Dr B's letter of referral dated 14 September 1998 to the otorhinolaryngologist stated:
"… As discussed [Mr A] relates that he had had a perforated eardrum as a child and that it had drained on and off for many years. He underwent a skin graft some years ago and maintains he has had no problems since. However, in early August he requested an ear syringe for wax build-up as he was quite keen to have his hearing aid fitted. At this time the eardrum had perforated.
This initially seemed to be improving but now appears very inflamed. I have taken a swab."
Mr A saw the otorhinolaryngologist on 17 September 1998. The otorhinolaryngologist's examination notes stated:
As enclosed shows a mild to moderately severe hearing loss in the left ear, and a moderate to profound hearing loss in the right ear.
[Mr A] almost certainly has an Aspergillus infection [type of fungal infection] involving the right ear, and this is the likely cause of the perforation in the drum. This can sometimes cause an inner ear hearing loss, and he is best treated with an oral agent for the Aspergillus."
Mr A was reviewed by the otorhinolaryngologist on 24 September, 19 October, 14 December 1998, 1 February, 15 February and 29 March 1999. The otorhinolaryngologist's notes documented that Mr A had discharge from his right ear but this cleared. The perforation in his right ear remained and the hearing in his right ear deteriorated. On 15 February 1999 the otorhinolaryngologist stated that there was severe to profound hearing loss, so a right tympanoplasty (surgery to repair defects such as perforations to improve or restore hearing), and possibly a revision stapedectomy depending on the finding, would be worthwhile. Mr A was placed on the hospital's urgent waiting list.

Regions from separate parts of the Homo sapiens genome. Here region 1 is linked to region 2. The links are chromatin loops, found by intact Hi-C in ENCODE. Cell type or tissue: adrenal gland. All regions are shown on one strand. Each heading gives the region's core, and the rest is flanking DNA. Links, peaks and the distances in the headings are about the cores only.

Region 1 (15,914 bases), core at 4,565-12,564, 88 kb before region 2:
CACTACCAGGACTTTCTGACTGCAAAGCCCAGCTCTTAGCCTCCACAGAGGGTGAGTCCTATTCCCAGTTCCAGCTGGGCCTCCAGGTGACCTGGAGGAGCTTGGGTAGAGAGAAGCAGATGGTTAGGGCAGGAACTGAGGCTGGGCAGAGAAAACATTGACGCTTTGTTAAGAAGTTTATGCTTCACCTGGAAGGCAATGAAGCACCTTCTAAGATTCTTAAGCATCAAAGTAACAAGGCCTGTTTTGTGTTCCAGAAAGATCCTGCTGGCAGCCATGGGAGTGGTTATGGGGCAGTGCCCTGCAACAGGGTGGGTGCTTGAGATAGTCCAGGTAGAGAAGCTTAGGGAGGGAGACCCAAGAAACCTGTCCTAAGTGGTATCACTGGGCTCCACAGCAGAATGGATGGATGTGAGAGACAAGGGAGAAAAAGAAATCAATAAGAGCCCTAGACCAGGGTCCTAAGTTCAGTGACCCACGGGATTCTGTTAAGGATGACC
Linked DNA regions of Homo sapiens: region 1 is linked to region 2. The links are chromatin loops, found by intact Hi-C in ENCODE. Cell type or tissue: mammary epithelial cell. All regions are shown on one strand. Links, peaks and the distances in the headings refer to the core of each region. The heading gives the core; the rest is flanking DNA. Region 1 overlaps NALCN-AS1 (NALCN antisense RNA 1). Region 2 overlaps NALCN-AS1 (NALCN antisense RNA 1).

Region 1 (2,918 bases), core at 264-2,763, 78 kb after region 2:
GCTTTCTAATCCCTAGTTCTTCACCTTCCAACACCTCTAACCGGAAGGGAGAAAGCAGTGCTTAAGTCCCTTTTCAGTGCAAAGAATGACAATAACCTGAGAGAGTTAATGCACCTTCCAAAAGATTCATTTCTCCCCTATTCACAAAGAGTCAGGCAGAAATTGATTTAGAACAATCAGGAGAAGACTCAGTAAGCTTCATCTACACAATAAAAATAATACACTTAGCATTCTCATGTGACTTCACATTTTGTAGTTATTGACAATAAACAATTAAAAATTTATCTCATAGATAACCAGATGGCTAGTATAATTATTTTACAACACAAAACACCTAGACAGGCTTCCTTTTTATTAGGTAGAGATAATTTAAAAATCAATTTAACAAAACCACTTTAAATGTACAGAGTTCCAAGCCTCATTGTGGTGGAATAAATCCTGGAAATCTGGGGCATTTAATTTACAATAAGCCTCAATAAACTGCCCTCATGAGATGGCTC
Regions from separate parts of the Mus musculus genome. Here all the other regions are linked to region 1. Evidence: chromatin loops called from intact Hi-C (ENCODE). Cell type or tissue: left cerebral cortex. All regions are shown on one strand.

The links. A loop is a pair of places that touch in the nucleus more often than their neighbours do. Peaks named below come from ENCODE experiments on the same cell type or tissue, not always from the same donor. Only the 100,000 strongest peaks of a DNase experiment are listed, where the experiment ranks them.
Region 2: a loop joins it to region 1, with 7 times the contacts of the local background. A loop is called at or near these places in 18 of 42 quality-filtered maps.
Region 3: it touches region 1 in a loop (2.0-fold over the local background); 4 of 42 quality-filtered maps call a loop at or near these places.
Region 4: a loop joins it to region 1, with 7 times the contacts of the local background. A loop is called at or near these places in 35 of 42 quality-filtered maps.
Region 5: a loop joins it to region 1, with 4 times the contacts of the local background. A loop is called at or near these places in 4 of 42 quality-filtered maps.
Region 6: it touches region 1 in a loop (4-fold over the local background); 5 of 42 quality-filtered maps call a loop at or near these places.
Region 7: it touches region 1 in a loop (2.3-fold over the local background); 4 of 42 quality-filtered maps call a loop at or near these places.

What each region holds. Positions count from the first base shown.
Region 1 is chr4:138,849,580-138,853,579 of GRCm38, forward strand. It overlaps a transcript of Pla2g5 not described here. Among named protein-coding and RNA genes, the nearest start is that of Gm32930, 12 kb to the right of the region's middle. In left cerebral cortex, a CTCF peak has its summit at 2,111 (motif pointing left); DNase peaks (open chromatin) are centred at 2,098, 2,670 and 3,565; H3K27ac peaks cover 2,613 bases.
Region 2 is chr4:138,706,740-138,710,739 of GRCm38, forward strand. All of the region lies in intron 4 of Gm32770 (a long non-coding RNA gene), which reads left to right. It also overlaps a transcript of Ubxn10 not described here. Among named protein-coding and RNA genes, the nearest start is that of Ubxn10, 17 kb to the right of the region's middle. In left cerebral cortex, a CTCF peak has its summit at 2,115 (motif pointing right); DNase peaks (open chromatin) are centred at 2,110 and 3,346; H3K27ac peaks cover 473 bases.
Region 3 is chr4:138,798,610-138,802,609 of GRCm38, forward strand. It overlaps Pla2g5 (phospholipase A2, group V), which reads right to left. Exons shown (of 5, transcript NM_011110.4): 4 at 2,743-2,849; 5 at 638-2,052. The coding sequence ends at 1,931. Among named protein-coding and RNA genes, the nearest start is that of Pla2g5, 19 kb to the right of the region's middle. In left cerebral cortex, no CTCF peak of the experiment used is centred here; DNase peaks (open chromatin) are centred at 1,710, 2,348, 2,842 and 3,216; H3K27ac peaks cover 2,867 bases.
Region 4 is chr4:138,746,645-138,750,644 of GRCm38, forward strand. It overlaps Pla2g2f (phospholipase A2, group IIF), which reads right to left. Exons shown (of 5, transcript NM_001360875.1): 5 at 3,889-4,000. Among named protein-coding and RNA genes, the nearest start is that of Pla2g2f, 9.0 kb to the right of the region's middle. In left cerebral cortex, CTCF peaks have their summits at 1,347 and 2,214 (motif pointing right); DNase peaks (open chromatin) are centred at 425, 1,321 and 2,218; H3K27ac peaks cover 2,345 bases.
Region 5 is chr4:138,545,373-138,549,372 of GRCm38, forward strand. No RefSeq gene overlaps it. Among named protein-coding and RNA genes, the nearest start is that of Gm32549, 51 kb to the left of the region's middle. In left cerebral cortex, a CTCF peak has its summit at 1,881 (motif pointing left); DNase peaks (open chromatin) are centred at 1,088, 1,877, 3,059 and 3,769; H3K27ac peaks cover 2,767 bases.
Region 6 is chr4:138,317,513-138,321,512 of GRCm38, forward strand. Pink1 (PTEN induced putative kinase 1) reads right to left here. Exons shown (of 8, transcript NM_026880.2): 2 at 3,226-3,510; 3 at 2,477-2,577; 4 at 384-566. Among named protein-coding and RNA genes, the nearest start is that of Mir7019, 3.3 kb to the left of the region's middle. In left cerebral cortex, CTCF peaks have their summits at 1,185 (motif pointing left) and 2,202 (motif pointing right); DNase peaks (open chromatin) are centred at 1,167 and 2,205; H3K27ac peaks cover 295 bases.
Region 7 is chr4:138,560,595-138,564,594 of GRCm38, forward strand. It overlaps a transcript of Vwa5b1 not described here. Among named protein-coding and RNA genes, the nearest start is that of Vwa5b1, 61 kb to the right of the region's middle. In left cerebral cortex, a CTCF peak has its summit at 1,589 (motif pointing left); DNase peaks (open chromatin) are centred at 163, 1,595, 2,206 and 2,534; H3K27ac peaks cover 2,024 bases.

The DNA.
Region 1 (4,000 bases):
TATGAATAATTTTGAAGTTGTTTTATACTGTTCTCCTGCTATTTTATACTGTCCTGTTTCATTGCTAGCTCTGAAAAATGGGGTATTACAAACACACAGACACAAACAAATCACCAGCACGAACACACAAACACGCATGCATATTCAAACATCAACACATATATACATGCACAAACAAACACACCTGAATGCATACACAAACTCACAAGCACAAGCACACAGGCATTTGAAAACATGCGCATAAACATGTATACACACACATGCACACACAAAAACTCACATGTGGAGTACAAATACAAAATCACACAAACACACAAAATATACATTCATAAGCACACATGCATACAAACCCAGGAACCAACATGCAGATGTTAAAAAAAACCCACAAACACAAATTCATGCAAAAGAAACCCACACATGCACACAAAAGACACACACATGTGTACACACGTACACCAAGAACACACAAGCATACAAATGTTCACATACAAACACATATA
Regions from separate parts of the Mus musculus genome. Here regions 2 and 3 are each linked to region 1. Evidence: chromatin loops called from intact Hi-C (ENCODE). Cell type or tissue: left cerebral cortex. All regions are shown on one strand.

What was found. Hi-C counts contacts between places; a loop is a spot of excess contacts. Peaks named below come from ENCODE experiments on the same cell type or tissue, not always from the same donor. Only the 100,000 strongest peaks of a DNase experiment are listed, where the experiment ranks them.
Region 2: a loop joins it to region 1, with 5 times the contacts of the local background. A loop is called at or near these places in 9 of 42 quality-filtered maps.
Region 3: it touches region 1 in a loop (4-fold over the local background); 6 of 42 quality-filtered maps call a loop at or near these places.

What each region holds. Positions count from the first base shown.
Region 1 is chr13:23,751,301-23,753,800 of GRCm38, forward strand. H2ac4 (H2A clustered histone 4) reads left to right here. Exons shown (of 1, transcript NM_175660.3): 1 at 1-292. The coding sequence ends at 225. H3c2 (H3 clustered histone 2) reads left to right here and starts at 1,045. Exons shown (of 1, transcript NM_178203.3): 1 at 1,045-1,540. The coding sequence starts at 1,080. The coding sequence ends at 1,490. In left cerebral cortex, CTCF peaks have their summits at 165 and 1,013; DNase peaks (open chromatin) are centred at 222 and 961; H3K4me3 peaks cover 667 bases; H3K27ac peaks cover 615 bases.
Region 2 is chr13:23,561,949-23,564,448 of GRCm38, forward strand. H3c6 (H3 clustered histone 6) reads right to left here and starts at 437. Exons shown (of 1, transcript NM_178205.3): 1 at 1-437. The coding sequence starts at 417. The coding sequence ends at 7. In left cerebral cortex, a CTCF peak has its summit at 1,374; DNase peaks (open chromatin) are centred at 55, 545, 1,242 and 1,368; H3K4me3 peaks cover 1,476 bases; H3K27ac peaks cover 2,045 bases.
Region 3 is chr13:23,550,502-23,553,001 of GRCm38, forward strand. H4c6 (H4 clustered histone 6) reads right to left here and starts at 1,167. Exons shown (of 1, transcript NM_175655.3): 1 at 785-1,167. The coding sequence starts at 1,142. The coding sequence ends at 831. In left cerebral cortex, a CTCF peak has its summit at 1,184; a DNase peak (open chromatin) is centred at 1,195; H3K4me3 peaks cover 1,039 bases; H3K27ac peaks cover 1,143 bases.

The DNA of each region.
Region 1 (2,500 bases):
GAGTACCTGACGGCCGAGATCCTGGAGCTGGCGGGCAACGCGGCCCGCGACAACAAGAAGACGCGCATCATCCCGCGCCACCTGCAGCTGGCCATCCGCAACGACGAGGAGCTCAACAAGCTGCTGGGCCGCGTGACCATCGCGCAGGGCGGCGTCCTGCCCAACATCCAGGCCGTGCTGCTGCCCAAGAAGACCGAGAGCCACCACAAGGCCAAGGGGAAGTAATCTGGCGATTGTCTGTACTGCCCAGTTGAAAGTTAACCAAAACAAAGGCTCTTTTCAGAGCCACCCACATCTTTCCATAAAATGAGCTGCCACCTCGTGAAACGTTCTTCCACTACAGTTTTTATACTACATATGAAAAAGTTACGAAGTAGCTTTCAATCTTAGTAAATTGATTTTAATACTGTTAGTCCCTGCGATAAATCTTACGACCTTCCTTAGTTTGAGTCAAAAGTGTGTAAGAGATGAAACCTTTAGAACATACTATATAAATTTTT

[Mr A] also saw [Dr B] on 24 September, 6 October and 30 October 1998. The consultation notes for 24 September 1998 stated that [Dr B] "… noticed hearing aid looked stained and smelly on removal and wax in ear soft and yellow in colour". On 6 October 1998 [Dr B] noted that the ear was still perforated but would close with time, and on 30 October 1998 she recorded that [Mr A] was improving.
Letter to ACC
On 29 March 1999 the otorhinolaryngologist sent a letter to ACC regarding the syringing of Mr A's ears by Mrs C. The letter stated:
"The problem appears to be an aspergillus infection involving the right ear drum and middle ear in someone who has had a previous right stapedectomy. This has resulted in a significant deterioration in hearing. This was first noted about three weeks prior to when I first saw him following syringing of the ear prior to a hearing aid fitting.
[Mr A] was seen today and I have gone further into the history of the syringing. It seems he had no symptoms at the time the ears were syringed and this was on the recommendation of the Audiology Department as he was having hearing aids fitted. The Nurse at the practice syringed his ears and he felt the left ear was syringed fairly forcefully. After the right ear had been syringed the nurse had a look and then asked [Dr B] to have a look as there appeared to be a perforation. She thought the syringing might have caused this and he was put on some drops. Subsequently discharge started from the right ear about a week later.
There are a number of possibilities as to the sequence of events. It is possible that the syringing caused a perforation that subsequently became infected with aspergillus or it is possible that he had a pre-existing aspergillus infection which had already caused a perforation of the eardrum and this was exacerbated by syringing.
The former is probably the most likely as he did not have a perforation at the time of the stapedectomy or following this in 1987 and he had been asymptomatic prior to the syringing.